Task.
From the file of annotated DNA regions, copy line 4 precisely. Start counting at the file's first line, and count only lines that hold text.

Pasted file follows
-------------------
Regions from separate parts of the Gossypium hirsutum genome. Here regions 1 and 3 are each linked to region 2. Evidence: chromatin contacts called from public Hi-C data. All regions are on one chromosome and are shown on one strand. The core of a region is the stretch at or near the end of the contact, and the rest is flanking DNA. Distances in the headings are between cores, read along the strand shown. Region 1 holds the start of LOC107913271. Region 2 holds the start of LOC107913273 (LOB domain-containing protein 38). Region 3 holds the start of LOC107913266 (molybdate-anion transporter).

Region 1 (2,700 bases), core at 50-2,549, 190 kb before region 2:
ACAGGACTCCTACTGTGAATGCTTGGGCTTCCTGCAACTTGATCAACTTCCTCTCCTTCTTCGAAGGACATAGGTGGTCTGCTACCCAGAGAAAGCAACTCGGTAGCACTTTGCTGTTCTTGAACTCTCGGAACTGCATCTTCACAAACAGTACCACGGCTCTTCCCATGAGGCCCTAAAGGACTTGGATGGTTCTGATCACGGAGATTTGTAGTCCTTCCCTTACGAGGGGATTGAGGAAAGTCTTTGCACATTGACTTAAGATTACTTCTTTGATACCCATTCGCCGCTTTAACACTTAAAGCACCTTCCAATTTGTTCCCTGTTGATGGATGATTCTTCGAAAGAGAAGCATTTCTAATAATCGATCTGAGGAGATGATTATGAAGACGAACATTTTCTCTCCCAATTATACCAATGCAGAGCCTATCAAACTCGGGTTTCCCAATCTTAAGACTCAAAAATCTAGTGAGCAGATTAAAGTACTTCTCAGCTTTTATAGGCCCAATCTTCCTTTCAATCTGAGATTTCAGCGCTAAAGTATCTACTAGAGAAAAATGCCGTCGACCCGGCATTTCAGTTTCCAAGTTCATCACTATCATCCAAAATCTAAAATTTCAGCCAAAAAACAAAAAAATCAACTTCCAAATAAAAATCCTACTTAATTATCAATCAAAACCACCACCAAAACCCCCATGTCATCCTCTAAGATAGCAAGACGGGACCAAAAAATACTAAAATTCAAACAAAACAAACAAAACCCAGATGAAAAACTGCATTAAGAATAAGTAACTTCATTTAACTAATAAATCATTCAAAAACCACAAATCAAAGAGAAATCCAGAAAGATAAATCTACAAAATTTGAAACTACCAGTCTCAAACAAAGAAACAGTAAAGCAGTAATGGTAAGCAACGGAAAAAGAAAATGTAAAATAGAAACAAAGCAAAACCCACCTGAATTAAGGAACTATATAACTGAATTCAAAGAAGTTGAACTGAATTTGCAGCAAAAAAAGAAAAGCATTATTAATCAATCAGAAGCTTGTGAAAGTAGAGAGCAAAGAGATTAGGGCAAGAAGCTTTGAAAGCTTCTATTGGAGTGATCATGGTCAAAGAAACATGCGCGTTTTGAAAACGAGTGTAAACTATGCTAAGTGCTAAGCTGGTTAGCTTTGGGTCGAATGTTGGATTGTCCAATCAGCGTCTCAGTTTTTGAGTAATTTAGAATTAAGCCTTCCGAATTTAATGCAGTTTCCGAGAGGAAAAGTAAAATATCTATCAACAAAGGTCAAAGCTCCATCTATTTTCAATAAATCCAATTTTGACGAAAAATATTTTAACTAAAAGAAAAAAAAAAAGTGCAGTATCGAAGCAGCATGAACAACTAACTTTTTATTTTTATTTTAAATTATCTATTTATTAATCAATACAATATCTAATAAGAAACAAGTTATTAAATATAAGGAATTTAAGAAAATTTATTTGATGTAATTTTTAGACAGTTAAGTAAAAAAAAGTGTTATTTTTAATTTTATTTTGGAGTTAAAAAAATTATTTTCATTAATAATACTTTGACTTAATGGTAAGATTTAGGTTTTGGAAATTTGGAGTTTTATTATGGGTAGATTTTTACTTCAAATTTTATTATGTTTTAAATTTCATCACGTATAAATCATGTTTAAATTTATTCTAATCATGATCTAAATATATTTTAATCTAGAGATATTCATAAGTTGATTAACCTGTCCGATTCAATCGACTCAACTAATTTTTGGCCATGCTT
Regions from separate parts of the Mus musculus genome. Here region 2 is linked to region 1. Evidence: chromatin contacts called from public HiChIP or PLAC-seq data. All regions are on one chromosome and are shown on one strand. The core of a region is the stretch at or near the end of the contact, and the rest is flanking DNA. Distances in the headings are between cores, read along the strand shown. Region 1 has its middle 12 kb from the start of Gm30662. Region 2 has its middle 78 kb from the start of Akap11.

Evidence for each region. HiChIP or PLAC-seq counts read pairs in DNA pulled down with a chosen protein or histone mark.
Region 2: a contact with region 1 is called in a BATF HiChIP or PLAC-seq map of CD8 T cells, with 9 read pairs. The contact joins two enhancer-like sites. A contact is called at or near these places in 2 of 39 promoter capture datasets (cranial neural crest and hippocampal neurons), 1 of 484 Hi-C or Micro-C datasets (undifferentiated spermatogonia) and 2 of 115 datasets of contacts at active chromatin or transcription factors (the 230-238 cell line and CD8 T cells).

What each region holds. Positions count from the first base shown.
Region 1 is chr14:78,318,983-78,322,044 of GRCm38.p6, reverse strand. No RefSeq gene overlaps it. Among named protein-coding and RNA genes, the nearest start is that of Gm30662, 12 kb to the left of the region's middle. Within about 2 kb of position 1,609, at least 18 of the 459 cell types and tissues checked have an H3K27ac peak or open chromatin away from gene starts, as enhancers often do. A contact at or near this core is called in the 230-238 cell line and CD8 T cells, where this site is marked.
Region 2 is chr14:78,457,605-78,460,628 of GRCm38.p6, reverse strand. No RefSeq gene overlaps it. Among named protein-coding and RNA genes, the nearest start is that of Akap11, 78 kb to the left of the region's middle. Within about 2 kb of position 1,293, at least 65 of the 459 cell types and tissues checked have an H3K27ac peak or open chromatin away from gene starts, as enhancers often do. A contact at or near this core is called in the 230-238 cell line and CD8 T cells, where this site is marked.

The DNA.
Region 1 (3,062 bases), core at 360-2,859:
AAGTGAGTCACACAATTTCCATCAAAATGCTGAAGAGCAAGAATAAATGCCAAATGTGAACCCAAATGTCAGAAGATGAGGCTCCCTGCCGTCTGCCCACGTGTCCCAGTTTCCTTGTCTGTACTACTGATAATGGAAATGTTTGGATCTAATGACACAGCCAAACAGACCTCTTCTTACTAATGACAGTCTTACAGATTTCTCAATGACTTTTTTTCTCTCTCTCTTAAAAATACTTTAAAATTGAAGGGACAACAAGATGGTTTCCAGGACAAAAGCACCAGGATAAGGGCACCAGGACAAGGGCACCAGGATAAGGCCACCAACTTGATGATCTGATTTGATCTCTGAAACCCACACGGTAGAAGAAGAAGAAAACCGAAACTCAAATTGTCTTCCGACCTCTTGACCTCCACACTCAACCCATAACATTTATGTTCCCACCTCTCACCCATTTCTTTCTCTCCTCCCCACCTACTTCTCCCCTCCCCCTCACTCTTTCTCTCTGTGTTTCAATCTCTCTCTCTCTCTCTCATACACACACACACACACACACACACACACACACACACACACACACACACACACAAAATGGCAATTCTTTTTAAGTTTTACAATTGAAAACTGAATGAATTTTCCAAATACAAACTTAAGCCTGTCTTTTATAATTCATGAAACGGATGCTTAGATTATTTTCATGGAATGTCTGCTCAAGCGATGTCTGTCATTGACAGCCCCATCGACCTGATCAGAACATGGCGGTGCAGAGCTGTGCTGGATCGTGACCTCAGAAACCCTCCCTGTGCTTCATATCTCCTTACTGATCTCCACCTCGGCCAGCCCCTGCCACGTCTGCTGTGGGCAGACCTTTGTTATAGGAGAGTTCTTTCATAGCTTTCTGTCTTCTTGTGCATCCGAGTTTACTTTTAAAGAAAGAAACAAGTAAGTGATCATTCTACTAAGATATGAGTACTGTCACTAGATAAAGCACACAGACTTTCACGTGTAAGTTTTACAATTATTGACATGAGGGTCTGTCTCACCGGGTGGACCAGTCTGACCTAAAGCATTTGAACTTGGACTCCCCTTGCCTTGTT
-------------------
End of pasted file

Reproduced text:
Regions from separate parts of the Mus musculus genome. Here region 2 is linked to region 1. Evidence: chromatin contacts called from public HiChIP or PLAC-seq data. All regions are on one chromosome and are shown on one strand. The core of a region is the stretch at or near the end of the contact, and the rest is flanking DNA. Distances in the headings are between cores, read along the strand shown. Region 1 has its middle 12 kb from the start of Gm30662. Region 2 has its middle 78 kb from the start of Akap11.